(CN) - Corporations do not have the right to propose ballot measures, a federal judge ruled, saying the initiative process should belong to people, not entities.
"The state constitution makes clear that this initiative power belongs to people," U.S. District Judge Roger Benitez wrote. "Neither corporations nor unincorporated associations are mentioned."
Benitez also ruled that official proponents of ballot measures do not have the right to anonymity as signatures accumulate.
Chula Vista Citizens for Jobs and Fair Competition joined with the Associated Builders & Contractors Inc. and two San Diegans to propose an ultimately unsuccessful city ballot initiative.
Though the initiative later passed when the two citizens, residents of the Chula Vista neighborhood, proposed it again on their own, the groups filed a federal complaint that claimed city election laws prevent corporations from acting as official proponents in violation of the First Amendment.
"They argue that the act of proposing an initiative is also core political speech and that corporations and associations are banned from speaking in that way," Benitez wrote. "But the acts of ballot initiation are qualitatively different than acts of engaging in the First Amendment dialogue of circulation or advocation."
Treating corporations like people when it comes to proposing ballot initiatives is a slippery slope that could undermine the interests of voters, he added.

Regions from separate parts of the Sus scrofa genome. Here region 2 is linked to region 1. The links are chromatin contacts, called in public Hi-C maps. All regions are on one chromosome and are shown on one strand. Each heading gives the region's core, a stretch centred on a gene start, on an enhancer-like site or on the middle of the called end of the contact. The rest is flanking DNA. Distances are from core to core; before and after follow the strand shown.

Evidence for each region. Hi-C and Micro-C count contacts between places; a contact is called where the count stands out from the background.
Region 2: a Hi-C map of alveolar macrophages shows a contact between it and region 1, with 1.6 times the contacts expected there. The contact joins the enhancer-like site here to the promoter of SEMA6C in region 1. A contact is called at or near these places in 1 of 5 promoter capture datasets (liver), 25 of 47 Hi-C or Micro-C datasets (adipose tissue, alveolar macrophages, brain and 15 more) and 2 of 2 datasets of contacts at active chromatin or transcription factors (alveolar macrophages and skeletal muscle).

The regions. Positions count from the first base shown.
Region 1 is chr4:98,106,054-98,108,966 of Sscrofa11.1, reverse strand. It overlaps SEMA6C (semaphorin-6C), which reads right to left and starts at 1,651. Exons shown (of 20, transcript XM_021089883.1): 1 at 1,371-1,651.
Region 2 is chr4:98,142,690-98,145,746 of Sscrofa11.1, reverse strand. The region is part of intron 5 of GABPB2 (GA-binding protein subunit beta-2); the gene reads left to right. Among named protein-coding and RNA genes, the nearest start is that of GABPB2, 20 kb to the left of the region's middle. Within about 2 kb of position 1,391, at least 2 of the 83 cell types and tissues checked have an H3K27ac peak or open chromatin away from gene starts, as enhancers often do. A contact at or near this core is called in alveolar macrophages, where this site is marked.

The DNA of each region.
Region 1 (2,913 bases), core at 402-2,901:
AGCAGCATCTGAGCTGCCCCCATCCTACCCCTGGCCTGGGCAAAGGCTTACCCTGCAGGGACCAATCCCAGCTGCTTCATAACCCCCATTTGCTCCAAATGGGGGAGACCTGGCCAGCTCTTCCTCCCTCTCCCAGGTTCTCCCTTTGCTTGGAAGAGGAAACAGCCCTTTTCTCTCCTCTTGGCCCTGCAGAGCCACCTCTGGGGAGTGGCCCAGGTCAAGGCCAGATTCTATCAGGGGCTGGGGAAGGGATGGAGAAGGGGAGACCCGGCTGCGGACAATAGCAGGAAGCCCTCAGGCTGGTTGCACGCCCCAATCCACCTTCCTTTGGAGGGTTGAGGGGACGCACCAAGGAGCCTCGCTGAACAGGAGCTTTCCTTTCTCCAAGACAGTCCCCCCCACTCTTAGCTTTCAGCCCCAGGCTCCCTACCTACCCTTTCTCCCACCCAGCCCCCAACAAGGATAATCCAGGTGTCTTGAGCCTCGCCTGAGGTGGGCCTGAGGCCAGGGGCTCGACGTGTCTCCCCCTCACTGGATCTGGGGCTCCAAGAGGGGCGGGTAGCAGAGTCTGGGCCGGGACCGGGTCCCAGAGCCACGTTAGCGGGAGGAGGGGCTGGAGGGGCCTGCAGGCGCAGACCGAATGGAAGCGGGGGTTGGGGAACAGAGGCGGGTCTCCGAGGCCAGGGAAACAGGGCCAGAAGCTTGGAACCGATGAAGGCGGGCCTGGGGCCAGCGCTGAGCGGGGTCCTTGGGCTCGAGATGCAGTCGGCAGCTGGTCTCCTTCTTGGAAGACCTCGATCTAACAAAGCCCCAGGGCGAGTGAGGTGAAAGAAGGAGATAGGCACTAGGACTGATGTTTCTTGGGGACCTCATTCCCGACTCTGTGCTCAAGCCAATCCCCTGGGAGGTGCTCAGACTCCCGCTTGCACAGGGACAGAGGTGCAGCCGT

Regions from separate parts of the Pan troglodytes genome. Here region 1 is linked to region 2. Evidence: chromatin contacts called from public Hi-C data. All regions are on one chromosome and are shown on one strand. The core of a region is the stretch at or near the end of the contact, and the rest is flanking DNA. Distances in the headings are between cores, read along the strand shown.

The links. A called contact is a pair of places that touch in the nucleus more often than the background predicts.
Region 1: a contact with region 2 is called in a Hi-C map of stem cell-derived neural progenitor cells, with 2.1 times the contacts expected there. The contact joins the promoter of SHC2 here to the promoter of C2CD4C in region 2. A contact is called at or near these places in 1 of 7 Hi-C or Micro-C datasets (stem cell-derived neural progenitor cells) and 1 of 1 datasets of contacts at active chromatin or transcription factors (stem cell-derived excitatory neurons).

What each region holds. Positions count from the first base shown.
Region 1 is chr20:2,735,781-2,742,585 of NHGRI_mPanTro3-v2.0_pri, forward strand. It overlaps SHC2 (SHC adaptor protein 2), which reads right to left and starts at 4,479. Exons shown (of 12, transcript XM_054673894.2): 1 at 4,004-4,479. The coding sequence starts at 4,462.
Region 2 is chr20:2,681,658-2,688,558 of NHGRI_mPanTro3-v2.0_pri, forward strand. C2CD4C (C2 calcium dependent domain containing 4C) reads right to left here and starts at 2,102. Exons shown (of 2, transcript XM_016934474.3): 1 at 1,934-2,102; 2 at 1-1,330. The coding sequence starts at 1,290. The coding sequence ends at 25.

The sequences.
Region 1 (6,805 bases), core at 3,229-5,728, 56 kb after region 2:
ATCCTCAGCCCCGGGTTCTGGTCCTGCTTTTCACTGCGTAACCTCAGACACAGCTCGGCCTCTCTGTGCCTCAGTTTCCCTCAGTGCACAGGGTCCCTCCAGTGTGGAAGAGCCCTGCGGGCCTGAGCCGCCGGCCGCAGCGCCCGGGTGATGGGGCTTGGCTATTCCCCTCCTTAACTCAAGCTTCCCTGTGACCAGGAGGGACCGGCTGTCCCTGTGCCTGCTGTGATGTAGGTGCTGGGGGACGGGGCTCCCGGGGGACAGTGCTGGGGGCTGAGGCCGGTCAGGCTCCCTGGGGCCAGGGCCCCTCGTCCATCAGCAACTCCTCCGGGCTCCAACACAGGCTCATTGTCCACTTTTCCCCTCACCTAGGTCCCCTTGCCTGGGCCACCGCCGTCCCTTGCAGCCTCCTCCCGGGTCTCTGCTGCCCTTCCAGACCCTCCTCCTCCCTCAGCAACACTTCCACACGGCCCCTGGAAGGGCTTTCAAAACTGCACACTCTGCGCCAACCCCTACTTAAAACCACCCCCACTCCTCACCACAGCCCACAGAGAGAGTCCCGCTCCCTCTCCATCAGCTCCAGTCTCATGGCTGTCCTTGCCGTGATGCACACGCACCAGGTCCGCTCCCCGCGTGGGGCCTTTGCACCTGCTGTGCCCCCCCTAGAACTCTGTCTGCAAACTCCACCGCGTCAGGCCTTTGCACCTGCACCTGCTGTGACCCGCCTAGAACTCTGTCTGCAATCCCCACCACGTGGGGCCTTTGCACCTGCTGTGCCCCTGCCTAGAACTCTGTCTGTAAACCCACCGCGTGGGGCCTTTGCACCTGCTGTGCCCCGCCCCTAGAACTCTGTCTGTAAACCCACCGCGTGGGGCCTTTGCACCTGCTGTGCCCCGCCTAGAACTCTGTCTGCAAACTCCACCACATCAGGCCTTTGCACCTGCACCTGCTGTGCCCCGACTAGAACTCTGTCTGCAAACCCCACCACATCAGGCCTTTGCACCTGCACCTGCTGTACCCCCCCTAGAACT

"Permitting a corporation or association to be a ballot initiative proponent could lead to local laws being proposed by foreigners unready to contribute to the city or bear the responsibility of citizenship," the March 22 decision states. "Worse, corporations with assets, operations, or shareholders located outside the city, state, or country might propose initiatives adversely affecting the welfare of citizens of Chula Vista, in order to gain a business advantage elsewhere."
"Even harmless or well meant initiatives, could drown out the legislative ideas of the city's citizens," Benitez wrote.
The judge further ruled that initiative proponents do not enjoy the freedom of anonymous speech.
"The First Amendment right to speak anonymously is not absolute." he wrote.
"No decision cited by the parties or found by this court has recognized a First Amendment right to anonymously propose a ballot measure or, having recognized such a right weighed a state's competing interests in requiring the public disclosure of the proponent's identity."